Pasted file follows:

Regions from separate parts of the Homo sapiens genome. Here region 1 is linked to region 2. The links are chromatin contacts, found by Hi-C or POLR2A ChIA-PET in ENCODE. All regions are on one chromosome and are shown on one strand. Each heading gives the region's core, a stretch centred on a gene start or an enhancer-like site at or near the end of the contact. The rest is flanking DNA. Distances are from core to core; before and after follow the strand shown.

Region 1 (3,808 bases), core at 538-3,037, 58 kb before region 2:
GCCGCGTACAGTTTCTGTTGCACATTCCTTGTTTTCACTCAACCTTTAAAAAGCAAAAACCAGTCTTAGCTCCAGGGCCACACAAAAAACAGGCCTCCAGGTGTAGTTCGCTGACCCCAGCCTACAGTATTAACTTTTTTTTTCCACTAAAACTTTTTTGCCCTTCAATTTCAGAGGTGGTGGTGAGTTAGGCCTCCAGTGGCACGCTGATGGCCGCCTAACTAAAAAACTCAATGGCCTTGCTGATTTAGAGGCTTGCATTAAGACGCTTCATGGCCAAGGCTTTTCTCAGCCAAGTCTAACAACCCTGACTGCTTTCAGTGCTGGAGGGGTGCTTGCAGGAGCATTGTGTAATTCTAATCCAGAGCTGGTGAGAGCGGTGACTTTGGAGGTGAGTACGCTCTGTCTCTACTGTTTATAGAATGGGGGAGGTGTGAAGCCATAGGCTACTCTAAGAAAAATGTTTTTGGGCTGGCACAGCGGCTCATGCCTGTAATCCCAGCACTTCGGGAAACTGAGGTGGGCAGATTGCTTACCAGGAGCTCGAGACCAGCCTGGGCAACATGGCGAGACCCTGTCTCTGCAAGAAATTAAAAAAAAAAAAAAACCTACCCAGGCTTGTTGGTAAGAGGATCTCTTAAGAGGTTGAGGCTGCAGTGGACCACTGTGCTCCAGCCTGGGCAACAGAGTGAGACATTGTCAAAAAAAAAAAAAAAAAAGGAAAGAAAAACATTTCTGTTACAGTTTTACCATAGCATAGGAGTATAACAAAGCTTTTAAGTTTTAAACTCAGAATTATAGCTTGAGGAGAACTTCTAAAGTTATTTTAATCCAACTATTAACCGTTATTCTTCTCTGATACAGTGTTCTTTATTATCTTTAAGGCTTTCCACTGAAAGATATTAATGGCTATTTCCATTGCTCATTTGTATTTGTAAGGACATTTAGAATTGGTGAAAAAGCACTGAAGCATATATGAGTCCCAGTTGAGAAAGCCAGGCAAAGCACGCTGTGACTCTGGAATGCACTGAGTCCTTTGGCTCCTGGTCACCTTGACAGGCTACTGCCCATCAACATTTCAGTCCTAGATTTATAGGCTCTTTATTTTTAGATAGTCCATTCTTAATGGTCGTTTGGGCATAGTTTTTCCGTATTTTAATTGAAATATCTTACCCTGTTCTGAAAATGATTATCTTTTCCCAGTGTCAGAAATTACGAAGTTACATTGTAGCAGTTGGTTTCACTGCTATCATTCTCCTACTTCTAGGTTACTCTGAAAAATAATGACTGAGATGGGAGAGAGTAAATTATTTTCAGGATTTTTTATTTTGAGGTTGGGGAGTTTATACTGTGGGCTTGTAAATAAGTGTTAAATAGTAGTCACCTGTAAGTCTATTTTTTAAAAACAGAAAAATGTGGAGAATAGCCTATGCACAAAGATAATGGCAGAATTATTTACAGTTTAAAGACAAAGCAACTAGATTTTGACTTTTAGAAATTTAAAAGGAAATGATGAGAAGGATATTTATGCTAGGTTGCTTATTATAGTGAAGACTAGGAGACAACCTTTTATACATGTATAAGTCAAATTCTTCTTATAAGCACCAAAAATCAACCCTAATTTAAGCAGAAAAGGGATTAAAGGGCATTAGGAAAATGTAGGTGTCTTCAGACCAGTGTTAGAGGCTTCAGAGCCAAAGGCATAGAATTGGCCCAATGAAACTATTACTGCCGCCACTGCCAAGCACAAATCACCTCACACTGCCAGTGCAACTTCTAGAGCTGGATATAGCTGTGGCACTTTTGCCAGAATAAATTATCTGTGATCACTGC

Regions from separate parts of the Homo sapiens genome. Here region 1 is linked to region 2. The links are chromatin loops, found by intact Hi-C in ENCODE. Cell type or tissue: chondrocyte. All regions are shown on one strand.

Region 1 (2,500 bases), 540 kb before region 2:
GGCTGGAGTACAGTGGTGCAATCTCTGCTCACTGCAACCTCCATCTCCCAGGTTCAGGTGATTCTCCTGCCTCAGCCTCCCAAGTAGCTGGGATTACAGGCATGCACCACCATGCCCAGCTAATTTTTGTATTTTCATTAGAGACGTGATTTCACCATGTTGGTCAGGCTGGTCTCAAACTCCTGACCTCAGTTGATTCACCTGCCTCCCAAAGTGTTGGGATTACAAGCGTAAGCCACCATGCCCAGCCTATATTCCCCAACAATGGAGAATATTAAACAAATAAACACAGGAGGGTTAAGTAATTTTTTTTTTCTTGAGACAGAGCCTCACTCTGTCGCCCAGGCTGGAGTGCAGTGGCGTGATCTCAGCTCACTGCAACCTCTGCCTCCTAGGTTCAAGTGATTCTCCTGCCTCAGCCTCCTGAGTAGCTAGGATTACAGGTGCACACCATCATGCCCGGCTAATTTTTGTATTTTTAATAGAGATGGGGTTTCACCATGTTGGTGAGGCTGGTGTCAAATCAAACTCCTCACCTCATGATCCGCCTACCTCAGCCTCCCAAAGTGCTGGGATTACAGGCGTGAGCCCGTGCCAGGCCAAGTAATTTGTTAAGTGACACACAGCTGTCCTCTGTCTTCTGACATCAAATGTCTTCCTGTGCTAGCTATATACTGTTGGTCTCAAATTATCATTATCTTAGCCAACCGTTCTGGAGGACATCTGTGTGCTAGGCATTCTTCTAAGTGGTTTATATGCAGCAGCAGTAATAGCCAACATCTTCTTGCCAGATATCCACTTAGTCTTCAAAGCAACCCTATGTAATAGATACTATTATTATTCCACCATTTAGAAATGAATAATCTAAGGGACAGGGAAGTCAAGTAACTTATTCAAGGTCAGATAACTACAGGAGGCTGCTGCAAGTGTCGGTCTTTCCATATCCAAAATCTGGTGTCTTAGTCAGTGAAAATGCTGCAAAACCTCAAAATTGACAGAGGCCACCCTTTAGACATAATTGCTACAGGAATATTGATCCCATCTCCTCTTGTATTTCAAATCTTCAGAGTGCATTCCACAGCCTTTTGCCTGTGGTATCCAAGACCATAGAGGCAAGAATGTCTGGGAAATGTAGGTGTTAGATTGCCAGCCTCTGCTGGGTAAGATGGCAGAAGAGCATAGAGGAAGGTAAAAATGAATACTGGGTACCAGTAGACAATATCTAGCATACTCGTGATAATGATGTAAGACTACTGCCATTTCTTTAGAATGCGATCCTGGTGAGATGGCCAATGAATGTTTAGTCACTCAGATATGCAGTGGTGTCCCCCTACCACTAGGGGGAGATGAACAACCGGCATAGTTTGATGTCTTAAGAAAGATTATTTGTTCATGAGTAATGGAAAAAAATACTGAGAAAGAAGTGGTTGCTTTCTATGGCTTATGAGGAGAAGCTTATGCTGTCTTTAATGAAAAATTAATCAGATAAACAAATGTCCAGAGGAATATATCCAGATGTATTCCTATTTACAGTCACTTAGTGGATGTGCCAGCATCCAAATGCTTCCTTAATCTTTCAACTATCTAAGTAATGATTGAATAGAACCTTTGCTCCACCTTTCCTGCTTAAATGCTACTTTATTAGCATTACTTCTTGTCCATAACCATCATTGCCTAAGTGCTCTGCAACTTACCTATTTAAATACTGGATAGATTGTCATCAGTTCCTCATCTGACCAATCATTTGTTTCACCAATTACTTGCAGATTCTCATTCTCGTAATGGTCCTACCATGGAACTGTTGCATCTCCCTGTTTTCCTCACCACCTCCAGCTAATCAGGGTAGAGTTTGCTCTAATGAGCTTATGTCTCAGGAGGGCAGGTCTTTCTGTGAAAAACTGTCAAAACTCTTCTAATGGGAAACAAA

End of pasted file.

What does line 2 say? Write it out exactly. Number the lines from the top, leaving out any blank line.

Region 1 (3,808 bases), core at 538-3,037, 58 kb before region 2: